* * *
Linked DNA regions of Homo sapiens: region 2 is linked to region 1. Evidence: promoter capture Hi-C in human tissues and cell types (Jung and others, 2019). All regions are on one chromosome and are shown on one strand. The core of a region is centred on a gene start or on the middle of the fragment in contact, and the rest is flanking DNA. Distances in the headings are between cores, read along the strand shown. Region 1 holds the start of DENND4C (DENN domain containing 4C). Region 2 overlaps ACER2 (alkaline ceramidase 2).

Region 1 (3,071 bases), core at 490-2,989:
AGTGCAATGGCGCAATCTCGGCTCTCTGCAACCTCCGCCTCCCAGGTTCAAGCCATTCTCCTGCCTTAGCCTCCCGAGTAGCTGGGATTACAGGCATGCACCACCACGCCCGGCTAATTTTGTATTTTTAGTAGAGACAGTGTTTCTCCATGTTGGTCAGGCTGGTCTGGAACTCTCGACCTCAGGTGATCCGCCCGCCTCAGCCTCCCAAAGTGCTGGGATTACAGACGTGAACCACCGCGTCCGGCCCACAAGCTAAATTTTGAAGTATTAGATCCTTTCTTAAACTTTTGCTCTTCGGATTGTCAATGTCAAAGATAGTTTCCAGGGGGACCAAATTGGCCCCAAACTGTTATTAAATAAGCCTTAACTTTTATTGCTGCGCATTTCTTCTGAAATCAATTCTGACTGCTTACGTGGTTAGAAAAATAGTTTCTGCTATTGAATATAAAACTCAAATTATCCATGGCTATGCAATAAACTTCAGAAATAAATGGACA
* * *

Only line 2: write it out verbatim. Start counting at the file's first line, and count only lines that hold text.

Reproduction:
Region 1 (3,071 bases), core at 490-2,989: